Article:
Eggers and Calegari are right: we can turn around our schools, and can do so by renewing our faith in teachers, in providing them better and better training and real support in the schools, and by paying them adequately.
That we don’t, that we blame our teachers for the ‘failures’ of our educational system, is tantamount, Eggers and Calegari say, to blaming the soldiers for the loss of a war:
No, if the results aren’t there, we blame the planners. We blame the generals, the secretary of defense, the Joint Chiefs of Staff. No one contemplates blaming the men and women fighting every day in the trenches for little pay and scant recognition.
And yet in education we do just that. When we don’t like the way our students score on international standardized tests, we blame the teachers. When we don’t like the way particular schools perform, we blame the teachers and restrict their resources.
Yes. Exactly. So, let’s stop blaming the teachers, give them pay and support, and improve our schools!
Except it’s not so simple.
Our war is a war on education, and on teachers. We don’t see them as our army, but as our enemy. If you destroy the enemy ground soldiers, you destroy the enemy: The planners cannot complete their plans without the grunts. The leaders cannot lead without the followers. As the planners, the leaders, are safely bunkered way behind the lines, it’s much easier to take out the infantry, the teachers.
The question that must be addressed before the country will be willing to back its teachers is why do we hate education so much? Why do we see it in such loathsome light? No taxpayers willingly give money to support the very people seen as fighting to destroy them or their values–hell, that was one of the causes of the American revolution!
What has happened to the image of the teacher in American society stems directly from callous political calculations that began in the 1960s in the wake of the Civil Rights movement. Conservative activists saw that they could take advantage of two trends for their own successes at the voting booth. One was (and is) dissatisfaction with the new protections for American minorities. This is seen most starkly in resistance to busing and in the rise of alternative private schools and the home-schooling movement. Seeing the public schools as becoming the possession of minorities, many white Americans decided to opt out of the system–but they could not opt out of paying for it. The other was (and is) the foundational mindset that have grown so strong in America since the Great Awakening of the early nineteenth century. American education, growing out the Enlightenment empiricist traditions, tends to gainsay that mindset. Evolution, and its teaching, has proven the central issue of this conflict.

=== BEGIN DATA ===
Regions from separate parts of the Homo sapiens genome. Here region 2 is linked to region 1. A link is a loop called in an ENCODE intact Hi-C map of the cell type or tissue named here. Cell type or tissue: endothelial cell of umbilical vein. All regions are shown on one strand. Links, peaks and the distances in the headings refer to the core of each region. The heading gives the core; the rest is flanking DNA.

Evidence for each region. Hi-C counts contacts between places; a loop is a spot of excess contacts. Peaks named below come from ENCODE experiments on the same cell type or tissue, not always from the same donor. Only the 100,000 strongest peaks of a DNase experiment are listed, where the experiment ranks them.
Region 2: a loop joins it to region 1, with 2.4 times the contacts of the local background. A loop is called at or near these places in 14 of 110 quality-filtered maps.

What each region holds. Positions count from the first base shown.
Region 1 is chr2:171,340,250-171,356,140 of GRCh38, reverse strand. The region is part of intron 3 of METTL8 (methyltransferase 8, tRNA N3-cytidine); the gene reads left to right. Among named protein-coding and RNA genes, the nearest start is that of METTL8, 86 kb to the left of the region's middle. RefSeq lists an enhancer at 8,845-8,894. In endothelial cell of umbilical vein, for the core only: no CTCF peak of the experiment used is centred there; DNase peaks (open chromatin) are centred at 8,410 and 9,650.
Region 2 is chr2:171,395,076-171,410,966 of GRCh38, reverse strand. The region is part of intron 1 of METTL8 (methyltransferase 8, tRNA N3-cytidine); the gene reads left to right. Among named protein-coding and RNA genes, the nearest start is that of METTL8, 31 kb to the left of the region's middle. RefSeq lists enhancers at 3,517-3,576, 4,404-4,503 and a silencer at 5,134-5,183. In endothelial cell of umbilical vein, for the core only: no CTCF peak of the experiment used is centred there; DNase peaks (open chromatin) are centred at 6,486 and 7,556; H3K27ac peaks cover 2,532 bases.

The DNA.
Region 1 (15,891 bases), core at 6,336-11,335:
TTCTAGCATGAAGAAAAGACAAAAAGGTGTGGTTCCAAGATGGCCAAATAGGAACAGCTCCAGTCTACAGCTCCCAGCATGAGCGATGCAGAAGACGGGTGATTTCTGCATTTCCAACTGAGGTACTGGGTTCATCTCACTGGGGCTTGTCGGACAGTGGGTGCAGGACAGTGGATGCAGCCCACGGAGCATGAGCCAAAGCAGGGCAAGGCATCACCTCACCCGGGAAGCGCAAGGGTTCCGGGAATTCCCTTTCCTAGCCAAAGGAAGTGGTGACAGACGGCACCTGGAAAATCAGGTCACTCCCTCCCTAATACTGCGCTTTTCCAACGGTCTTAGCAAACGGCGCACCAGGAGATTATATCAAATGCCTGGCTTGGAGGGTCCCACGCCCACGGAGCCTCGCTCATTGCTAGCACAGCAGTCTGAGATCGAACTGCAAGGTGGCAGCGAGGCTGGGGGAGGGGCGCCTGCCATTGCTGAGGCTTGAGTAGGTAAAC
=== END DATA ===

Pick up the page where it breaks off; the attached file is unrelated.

Vilifying public education, then, proved an easy tool towards prominence within the American right. David Horowitz has made it into a means of becoming rather well-to-do, for the target is big and broad, and has little ability to fight back effectively (education was not built as an army–something Horowitz, who equates politics to war, understands quite well). The “problem” with American education is simply a creation of political activists, for the solution, as Eggers and Calegari point out, is simple… is conveniently ignored, for those activists don’t really want the problem to go away.
Fighting for better teacher salaries will never be enough. We who hold to the real American traditions, ones that do spring from the Enlightenment and that were expressed by our Founding Fathers in our Constitution and other writing of the time, need to start fighting for those traditions more aggressively. Part of that struggle will lie in effectively pointing out some of the facts that we’ve politely elided, these past few decades… facts like the continuing racism of a great part of American society, facts like the paucity of the intellectual base in many of the religious movements in America.
Yes, we will offend people by bringing these up. But it is the threat of offense that often has been used as a weapon against us, keeping us from addressing these quite real problems.
We don’t need to fight with mean spirit or with anger, or to destroy the other. Lord knows, it’s possible to believe in God and in evolution. Ours shouldn’t be a battle aimed at laying waste, but one of conversion. We’ve forgotten the lessons of King and Gandhi, allowing attention to be turned from them by laughter, and by derision of their naivete, distracting us from techniques that even those who oppose us know work.
When more of us have confidence enough in our own beliefs–not a foundational confidence, but one based on experience and experimental results–and stop simply reacting to the attacks of the conservative activists, we can start moving our society in a positive direction.
In a direction that will allow us to provide the support that our teachers need, the support that, as Eggers and Calegari point out, is the only thing that will ultimately improve our educational system.
Not to mention our country as a whole.